Crayon manner engraving. 3 portraits of John Thurtell, Joseph Hunt and William Probert, all involved in the case of the murder of Mr Weare near Elstree in 1823.
This case was one of Hertfordshire's most famous murders. On 24th October 1823 a London solicitor and card-sharp, William Weare, was driven to a cottage near Elstree by a fellow gambler, John Thurtell, for 'a few days' shooting', but his holiday proved much shorter. That evening, two men were seen driving very fast in a gig, with their horse out of breath: the equivalent of a sports car and squealing tyres today. A farmer at Aldenham heard a shot and a 'great groan', Weare's reward for having cheated Thurtell and two friends of £300 at cards. The 'friends' turned King's Evidence and Weare was found at the bottom of a local pond beonging to William Probert. Thurtell was tried and executed at Hertford on 9 January 1824 while his accomplice Joseph Hunt was sentenced to transportation.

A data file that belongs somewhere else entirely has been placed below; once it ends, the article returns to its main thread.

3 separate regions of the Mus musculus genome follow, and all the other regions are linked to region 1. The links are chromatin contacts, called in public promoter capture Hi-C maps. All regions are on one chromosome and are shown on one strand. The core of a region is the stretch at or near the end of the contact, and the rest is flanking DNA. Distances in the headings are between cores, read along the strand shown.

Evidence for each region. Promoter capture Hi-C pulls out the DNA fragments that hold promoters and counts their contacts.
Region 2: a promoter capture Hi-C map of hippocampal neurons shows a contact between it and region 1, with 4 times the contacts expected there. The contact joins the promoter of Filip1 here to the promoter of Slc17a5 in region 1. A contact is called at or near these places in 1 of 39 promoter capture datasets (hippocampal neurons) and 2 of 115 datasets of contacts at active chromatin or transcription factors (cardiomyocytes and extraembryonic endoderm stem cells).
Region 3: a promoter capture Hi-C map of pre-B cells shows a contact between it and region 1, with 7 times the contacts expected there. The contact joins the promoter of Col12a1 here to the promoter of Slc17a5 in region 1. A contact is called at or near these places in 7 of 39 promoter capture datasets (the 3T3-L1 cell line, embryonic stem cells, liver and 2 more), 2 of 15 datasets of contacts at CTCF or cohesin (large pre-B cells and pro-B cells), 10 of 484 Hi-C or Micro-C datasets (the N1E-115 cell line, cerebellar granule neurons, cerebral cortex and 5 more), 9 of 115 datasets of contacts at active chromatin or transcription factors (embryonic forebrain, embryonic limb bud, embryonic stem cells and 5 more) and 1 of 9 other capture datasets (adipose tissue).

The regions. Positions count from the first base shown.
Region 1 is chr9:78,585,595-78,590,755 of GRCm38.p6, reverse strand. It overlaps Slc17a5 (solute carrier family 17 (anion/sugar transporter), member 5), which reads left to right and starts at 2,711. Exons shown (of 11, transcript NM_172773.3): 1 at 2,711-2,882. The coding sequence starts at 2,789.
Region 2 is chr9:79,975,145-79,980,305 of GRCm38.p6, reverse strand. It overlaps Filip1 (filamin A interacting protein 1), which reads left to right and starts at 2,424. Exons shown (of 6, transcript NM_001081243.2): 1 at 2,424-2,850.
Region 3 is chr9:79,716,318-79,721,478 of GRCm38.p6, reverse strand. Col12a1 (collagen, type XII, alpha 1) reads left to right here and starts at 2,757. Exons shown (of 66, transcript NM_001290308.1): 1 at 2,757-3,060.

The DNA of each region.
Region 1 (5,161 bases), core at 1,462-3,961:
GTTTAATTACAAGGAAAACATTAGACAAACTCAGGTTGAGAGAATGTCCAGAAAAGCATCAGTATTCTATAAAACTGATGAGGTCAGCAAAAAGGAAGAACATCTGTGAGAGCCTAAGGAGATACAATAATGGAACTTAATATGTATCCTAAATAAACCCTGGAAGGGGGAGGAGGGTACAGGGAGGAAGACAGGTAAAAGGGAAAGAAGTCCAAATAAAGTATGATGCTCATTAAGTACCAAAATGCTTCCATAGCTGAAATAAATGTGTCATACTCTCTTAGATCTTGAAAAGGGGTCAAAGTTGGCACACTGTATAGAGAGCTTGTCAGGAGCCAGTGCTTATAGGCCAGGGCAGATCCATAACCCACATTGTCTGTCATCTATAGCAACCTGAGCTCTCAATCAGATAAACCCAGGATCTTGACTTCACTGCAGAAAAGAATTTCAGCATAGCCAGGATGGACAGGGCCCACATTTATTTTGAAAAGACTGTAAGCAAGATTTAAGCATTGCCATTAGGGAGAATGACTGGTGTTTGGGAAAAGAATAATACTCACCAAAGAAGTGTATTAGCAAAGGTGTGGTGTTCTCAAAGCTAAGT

The case, though sordid, excited enormous interest, and much sympathy for Thurtell, who made a fine speech in his own defence, and died nobly.
Part of the Lewis Evans Collection.
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